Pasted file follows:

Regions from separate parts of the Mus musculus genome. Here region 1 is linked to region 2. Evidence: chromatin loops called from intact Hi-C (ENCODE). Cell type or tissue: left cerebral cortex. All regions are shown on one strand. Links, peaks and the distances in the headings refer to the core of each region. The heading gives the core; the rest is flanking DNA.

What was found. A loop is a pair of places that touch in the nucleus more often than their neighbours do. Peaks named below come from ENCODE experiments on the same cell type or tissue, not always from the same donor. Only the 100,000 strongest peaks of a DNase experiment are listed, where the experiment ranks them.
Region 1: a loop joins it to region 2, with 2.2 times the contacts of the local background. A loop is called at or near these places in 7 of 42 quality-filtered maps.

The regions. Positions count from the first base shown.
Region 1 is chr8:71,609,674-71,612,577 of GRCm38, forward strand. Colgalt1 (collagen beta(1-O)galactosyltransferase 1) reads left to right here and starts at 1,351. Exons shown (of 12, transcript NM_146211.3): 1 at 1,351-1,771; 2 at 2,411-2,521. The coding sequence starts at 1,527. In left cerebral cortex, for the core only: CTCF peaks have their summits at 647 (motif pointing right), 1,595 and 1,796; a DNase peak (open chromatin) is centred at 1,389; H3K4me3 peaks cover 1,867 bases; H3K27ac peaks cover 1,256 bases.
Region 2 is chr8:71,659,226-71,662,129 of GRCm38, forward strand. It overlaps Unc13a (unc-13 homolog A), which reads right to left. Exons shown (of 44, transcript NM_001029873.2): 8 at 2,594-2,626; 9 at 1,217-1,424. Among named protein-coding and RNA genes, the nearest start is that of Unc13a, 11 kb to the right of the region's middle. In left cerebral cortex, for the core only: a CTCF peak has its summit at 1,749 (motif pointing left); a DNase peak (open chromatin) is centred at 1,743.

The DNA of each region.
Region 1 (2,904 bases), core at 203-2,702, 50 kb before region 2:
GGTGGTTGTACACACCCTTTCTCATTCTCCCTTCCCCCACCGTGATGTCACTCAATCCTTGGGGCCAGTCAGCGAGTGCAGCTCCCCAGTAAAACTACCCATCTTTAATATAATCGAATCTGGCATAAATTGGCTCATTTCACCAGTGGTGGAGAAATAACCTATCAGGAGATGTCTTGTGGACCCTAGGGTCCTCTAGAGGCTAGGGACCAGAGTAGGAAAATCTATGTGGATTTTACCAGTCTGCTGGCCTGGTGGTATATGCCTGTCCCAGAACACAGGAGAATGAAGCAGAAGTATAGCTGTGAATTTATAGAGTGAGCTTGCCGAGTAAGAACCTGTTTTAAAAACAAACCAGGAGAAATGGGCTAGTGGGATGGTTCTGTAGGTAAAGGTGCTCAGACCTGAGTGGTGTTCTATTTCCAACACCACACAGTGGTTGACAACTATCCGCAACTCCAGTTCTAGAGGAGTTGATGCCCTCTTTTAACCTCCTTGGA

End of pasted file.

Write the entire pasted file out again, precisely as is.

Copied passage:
Regions from separate parts of the Mus musculus genome. Here region 1 is linked to region 2. Evidence: chromatin loops called from intact Hi-C (ENCODE). Cell type or tissue: left cerebral cortex. All regions are shown on one strand. Links, peaks and the distances in the headings refer to the core of each region. The heading gives the core; the rest is flanking DNA.

What was found. A loop is a pair of places that touch in the nucleus more often than their neighbours do. Peaks named below come from ENCODE experiments on the same cell type or tissue, not always from the same donor. Only the 100,000 strongest peaks of a DNase experiment are listed, where the experiment ranks them.
Region 1: a loop joins it to region 2, with 2.2 times the contacts of the local background. A loop is called at or near these places in 7 of 42 quality-filtered maps.

The regions. Positions count from the first base shown.
Region 1 is chr8:71,609,674-71,612,577 of GRCm38, forward strand. Colgalt1 (collagen beta(1-O)galactosyltransferase 1) reads left to right here and starts at 1,351. Exons shown (of 12, transcript NM_146211.3): 1 at 1,351-1,771; 2 at 2,411-2,521. The coding sequence starts at 1,527. In left cerebral cortex, for the core only: CTCF peaks have their summits at 647 (motif pointing right), 1,595 and 1,796; a DNase peak (open chromatin) is centred at 1,389; H3K4me3 peaks cover 1,867 bases; H3K27ac peaks cover 1,256 bases.
Region 2 is chr8:71,659,226-71,662,129 of GRCm38, forward strand. It overlaps Unc13a (unc-13 homolog A), which reads right to left. Exons shown (of 44, transcript NM_001029873.2): 8 at 2,594-2,626; 9 at 1,217-1,424. Among named protein-coding and RNA genes, the nearest start is that of Unc13a, 11 kb to the right of the region's middle. In left cerebral cortex, for the core only: a CTCF peak has its summit at 1,749 (motif pointing left); a DNase peak (open chromatin) is centred at 1,743.

The DNA of each region.
Region 1 (2,904 bases), core at 203-2,702, 50 kb before region 2:
GGTGGTTGTACACACCCTTTCTCATTCTCCCTTCCCCCACCGTGATGTCACTCAATCCTTGGGGCCAGTCAGCGAGTGCAGCTCCCCAGTAAAACTACCCATCTTTAATATAATCGAATCTGGCATAAATTGGCTCATTTCACCAGTGGTGGAGAAATAACCTATCAGGAGATGTCTTGTGGACCCTAGGGTCCTCTAGAGGCTAGGGACCAGAGTAGGAAAATCTATGTGGATTTTACCAGTCTGCTGGCCTGGTGGTATATGCCTGTCCCAGAACACAGGAGAATGAAGCAGAAGTATAGCTGTGAATTTATAGAGTGAGCTTGCCGAGTAAGAACCTGTTTTAAAAACAAACCAGGAGAAATGGGCTAGTGGGATGGTTCTGTAGGTAAAGGTGCTCAGACCTGAGTGGTGTTCTATTTCCAACACCACACAGTGGTTGACAACTATCCGCAACTCCAGTTCTAGAGGAGTTGATGCCCTCTTTTAACCTCCTTGGA